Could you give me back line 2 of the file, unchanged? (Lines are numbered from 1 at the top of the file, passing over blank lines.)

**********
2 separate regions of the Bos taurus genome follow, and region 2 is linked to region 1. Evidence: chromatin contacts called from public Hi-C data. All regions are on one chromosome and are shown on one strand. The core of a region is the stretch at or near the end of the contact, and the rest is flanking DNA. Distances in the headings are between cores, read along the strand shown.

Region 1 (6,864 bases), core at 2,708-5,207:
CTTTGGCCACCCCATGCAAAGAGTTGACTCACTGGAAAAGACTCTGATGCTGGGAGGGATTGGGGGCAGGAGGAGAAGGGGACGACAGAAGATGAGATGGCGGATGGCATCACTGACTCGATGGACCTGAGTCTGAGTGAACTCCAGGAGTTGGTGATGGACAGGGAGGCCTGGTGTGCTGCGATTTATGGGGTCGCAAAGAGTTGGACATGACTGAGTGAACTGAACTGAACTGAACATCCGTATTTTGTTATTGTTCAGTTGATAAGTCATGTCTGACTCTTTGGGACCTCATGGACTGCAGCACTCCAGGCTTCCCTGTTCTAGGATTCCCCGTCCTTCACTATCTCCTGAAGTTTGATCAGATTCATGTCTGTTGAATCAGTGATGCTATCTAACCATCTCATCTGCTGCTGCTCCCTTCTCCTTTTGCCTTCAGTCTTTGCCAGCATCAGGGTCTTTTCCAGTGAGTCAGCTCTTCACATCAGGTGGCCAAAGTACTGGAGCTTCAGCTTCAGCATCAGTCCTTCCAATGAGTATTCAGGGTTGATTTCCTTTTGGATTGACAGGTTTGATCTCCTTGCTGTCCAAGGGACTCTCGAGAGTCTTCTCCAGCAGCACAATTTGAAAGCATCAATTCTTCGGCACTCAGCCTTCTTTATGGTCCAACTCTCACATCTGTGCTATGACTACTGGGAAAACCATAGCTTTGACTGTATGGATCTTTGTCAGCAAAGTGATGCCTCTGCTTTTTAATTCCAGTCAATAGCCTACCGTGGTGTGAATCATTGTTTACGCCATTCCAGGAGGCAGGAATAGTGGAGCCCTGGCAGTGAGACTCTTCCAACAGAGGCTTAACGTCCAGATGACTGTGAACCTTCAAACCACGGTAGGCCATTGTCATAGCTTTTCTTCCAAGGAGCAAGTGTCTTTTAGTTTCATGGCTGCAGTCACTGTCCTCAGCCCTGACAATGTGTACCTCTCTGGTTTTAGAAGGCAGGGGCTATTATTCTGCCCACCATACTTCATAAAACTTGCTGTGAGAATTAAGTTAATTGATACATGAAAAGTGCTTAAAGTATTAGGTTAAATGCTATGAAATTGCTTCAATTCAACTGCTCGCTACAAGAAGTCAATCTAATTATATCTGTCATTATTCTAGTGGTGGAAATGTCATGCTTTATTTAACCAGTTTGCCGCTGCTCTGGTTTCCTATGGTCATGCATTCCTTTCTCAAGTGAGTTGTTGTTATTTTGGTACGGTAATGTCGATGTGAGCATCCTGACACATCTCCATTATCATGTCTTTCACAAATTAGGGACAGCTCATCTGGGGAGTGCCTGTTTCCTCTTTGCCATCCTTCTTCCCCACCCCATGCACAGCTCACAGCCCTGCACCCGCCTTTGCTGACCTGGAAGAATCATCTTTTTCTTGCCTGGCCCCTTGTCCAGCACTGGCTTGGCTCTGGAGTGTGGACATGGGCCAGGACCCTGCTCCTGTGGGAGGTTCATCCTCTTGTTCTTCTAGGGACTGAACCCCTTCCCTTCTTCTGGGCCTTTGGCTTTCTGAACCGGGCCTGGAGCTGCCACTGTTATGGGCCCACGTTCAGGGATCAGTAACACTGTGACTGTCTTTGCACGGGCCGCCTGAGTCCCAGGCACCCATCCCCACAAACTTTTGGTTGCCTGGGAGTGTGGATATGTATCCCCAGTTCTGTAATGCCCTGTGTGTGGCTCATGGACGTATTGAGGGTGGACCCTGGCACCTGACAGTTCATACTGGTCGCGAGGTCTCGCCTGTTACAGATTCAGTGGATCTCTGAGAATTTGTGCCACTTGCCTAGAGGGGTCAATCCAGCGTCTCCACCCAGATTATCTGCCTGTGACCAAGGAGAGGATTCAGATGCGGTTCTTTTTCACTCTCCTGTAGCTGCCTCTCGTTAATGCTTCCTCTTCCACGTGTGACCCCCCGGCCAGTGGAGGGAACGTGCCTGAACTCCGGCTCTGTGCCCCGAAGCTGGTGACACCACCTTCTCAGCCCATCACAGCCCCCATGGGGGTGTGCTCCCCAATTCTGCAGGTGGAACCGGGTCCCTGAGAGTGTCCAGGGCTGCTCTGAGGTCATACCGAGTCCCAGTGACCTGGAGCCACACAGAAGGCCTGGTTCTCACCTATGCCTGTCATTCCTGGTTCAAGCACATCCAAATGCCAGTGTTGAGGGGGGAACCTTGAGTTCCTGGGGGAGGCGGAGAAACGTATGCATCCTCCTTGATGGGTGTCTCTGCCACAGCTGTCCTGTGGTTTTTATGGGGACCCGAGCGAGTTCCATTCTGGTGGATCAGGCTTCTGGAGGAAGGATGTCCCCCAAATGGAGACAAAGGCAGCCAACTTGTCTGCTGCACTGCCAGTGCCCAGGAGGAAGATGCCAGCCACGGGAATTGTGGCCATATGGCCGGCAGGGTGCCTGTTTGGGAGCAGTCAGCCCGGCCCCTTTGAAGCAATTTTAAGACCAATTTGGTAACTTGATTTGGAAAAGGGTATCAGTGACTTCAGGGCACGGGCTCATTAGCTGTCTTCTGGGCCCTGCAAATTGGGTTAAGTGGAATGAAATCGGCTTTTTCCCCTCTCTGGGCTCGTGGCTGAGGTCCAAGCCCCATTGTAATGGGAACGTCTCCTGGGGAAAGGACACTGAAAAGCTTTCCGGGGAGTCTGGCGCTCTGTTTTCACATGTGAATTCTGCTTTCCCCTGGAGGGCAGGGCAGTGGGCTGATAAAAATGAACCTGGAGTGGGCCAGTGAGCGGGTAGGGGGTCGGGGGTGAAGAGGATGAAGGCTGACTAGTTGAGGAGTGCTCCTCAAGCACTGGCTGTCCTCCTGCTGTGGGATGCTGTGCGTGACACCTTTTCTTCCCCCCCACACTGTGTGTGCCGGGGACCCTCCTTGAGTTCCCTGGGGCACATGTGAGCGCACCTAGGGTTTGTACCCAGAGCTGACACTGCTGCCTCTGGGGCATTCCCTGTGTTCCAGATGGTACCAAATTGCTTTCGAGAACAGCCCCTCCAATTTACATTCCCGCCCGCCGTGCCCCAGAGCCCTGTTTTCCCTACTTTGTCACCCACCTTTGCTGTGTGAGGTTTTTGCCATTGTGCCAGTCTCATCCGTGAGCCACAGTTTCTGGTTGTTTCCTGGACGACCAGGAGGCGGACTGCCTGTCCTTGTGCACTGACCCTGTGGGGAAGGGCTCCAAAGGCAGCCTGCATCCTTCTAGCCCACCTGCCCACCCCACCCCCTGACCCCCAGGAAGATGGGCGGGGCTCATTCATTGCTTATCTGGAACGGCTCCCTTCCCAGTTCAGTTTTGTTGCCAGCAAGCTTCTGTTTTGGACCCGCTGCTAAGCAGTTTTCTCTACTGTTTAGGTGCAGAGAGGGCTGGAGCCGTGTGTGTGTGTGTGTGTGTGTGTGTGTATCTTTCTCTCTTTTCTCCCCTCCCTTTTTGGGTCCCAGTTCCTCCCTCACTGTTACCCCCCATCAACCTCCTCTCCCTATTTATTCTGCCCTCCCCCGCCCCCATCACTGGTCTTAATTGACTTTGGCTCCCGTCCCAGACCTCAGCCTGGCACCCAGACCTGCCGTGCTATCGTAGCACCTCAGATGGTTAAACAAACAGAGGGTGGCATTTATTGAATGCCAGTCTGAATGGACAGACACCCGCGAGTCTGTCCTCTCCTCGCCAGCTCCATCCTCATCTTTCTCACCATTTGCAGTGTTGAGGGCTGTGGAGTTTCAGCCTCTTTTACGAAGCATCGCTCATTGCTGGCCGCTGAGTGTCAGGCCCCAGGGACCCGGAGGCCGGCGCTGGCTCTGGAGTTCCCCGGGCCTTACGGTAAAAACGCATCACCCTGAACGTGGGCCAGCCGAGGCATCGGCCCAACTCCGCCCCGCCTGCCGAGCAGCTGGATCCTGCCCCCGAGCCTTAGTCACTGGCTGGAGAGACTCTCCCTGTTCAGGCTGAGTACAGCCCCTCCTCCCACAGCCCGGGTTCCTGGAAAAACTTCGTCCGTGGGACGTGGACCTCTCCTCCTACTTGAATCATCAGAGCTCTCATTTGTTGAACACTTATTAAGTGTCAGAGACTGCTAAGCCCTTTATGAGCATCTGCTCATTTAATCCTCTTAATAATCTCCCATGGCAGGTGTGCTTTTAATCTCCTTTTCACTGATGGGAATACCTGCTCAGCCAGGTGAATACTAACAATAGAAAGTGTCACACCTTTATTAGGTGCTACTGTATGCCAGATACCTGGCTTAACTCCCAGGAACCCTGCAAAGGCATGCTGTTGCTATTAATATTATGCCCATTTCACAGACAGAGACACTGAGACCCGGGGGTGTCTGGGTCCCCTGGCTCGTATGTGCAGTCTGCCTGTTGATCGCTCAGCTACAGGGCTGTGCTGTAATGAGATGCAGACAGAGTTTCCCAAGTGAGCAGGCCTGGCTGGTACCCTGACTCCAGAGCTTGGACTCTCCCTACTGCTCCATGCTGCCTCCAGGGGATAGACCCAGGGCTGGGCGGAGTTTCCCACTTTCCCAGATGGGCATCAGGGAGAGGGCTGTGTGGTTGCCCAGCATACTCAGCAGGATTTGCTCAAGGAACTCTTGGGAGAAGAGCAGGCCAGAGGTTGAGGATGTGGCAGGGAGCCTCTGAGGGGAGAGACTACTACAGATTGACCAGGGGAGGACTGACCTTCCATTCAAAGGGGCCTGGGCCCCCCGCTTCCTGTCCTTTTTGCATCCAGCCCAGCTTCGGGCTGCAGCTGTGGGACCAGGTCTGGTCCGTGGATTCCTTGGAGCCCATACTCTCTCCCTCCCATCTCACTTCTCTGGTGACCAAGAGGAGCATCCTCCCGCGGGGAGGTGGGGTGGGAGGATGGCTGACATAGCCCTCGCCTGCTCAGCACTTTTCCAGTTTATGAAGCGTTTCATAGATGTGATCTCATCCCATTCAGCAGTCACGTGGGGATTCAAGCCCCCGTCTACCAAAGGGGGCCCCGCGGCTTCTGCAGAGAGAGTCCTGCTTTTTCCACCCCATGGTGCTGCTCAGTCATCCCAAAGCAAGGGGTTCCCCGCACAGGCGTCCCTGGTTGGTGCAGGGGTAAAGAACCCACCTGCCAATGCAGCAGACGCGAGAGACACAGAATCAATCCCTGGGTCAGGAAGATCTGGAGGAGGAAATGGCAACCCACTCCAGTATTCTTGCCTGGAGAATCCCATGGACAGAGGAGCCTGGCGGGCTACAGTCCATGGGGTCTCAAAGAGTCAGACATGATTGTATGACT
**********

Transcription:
Region 1 (6,864 bases), core at 2,708-5,207: